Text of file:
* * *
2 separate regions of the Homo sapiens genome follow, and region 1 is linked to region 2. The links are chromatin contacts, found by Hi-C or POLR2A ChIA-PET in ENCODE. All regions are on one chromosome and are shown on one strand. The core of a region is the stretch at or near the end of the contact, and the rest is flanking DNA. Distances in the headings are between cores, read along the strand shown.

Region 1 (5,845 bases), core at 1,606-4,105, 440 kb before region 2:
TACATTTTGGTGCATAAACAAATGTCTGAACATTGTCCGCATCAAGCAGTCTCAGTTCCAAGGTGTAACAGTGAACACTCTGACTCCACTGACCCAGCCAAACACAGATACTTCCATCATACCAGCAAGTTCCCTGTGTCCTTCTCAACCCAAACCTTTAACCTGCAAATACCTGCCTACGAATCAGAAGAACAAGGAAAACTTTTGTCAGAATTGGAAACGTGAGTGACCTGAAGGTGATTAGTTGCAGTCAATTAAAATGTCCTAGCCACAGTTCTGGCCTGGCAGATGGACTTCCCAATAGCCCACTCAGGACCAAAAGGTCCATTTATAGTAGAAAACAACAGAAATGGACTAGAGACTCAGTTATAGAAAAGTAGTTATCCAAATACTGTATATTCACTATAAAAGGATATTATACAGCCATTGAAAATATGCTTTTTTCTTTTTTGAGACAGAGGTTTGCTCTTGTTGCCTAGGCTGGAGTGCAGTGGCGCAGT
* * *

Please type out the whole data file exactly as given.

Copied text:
2 separate regions of the Homo sapiens genome follow, and region 1 is linked to region 2. The links are chromatin contacts, found by Hi-C or POLR2A ChIA-PET in ENCODE. All regions are on one chromosome and are shown on one strand. The core of a region is the stretch at or near the end of the contact, and the rest is flanking DNA. Distances in the headings are between cores, read along the strand shown.

Region 1 (5,845 bases), core at 1,606-4,105, 440 kb before region 2:
TACATTTTGGTGCATAAACAAATGTCTGAACATTGTCCGCATCAAGCAGTCTCAGTTCCAAGGTGTAACAGTGAACACTCTGACTCCACTGACCCAGCCAAACACAGATACTTCCATCATACCAGCAAGTTCCCTGTGTCCTTCTCAACCCAAACCTTTAACCTGCAAATACCTGCCTACGAATCAGAAGAACAAGGAAAACTTTTGTCAGAATTGGAAACGTGAGTGACCTGAAGGTGATTAGTTGCAGTCAATTAAAATGTCCTAGCCACAGTTCTGGCCTGGCAGATGGACTTCCCAATAGCCCACTCAGGACCAAAAGGTCCATTTATAGTAGAAAACAACAGAAATGGACTAGAGACTCAGTTATAGAAAAGTAGTTATCCAAATACTGTATATTCACTATAAAAGGATATTATACAGCCATTGAAAATATGCTTTTTTCTTTTTTGAGACAGAGGTTTGCTCTTGTTGCCTAGGCTGGAGTGCAGTGGCGCAGT